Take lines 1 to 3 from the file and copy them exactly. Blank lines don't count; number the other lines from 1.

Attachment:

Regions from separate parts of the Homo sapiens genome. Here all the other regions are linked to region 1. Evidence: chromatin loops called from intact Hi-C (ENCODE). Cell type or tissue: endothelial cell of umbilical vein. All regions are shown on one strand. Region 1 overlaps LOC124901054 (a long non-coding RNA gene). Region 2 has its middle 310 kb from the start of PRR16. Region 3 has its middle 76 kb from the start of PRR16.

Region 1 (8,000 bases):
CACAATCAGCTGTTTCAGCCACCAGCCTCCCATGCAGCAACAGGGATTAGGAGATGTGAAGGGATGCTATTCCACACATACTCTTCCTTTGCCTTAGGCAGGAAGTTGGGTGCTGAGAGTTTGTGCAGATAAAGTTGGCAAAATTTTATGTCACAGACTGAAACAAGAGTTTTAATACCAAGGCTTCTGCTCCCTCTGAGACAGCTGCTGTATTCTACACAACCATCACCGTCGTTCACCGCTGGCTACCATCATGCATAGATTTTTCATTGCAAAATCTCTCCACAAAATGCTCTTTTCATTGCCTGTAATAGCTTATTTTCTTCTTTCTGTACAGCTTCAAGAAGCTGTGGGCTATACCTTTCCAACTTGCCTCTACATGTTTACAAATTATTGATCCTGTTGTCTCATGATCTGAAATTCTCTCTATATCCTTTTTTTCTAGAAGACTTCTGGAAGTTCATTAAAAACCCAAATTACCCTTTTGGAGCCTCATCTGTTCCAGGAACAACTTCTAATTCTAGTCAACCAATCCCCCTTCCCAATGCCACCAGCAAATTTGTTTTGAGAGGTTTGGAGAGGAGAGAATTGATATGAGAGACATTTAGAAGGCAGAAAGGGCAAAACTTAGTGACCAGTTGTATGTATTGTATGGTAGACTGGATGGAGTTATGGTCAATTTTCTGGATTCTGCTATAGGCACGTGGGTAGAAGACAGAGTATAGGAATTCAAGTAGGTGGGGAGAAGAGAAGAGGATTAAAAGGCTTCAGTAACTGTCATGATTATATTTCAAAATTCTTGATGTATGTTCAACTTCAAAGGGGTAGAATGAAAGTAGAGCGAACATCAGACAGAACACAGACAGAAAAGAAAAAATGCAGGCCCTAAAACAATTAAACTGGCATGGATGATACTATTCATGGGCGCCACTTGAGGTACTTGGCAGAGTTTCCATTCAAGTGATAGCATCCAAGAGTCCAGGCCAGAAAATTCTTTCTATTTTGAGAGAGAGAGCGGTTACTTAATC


Regions from separate parts of the Homo sapiens genome. Here all the other regions are linked to region 1. Evidence: chromatin loops called from intact Hi-C (ENCODE). Cell type or tissue: endothelial cell of umbilical vein. All regions are shown on one strand. Region 1 overlaps LOC124901054 (a long non-coding RNA gene). Region 2 has its middle 310 kb from the start of PRR16. Region 3 has its middle 76 kb from the start of PRR16.

Region 1 (8,000 bases):
CACAATCAGCTGTTTCAGCCACCAGCCTCCCATGCAGCAACAGGGATTAGGAGATGTGAAGGGATGCTATTCCACACATACTCTTCCTTTGCCTTAGGCAGGAAGTTGGGTGCTGAGAGTTTGTGCAGATAAAGTTGGCAAAATTTTATGTCACAGACTGAAACAAGAGTTTTAATACCAAGGCTTCTGCTCCCTCTGAGACAGCTGCTGTATTCTACACAACCATCACCGTCGTTCACCGCTGGCTACCATCATGCATAGATTTTTCATTGCAAAATCTCTCCACAAAATGCTCTTTTCATTGCCTGTAATAGCTTATTTTCTTCTTTCTGTACAGCTTCAAGAAGCTGTGGGCTATACCTTTCCAACTTGCCTCTACATGTTTACAAATTATTGATCCTGTTGTCTCATGATCTGAAATTCTCTCTATATCCTTTTTTTCTAGAAGACTTCTGGAAGTTCATTAAAAACCCAAATTACCCTTTTGGAGCCTCATCTGTTCCAGGAACAACTTCTAATTCTAGTCAACCAATCCCCCTTCCCAATGCCACCAGCAAATTTGTTTTGAGAGGTTTGGAGAGGAGAGAATTGATATGAGAGACATTTAGAAGGCAGAAAGGGCAAAACTTAGTGACCAGTTGTATGTATTGTATGGTAGACTGGATGGAGTTATGGTCAATTTTCTGGATTCTGCTATAGGCACGTGGGTAGAAGACAGAGTATAGGAATTCAAGTAGGTGGGGAGAAGAGAAGAGGATTAAAAGGCTTCAGTAACTGTCATGATTATATTTCAAAATTCTTGATGTATGTTCAACTTCAAAGGGGTAGAATGAAAGTAGAGCGAACATCAGACAGAACACAGACAGAAAAGAAAAAATGCAGGCCCTAAAACAATTAAACTGGCATGGATGATACTATTCATGGGCGCCACTTGAGGTACTTGGCAGAGTTTCCATTCAAGTGATAGCATCCAAGAGTCCAGGCCAGAAAATTCTTTCTATTTTGAGAGAGAGAGCGGTTACTTAATC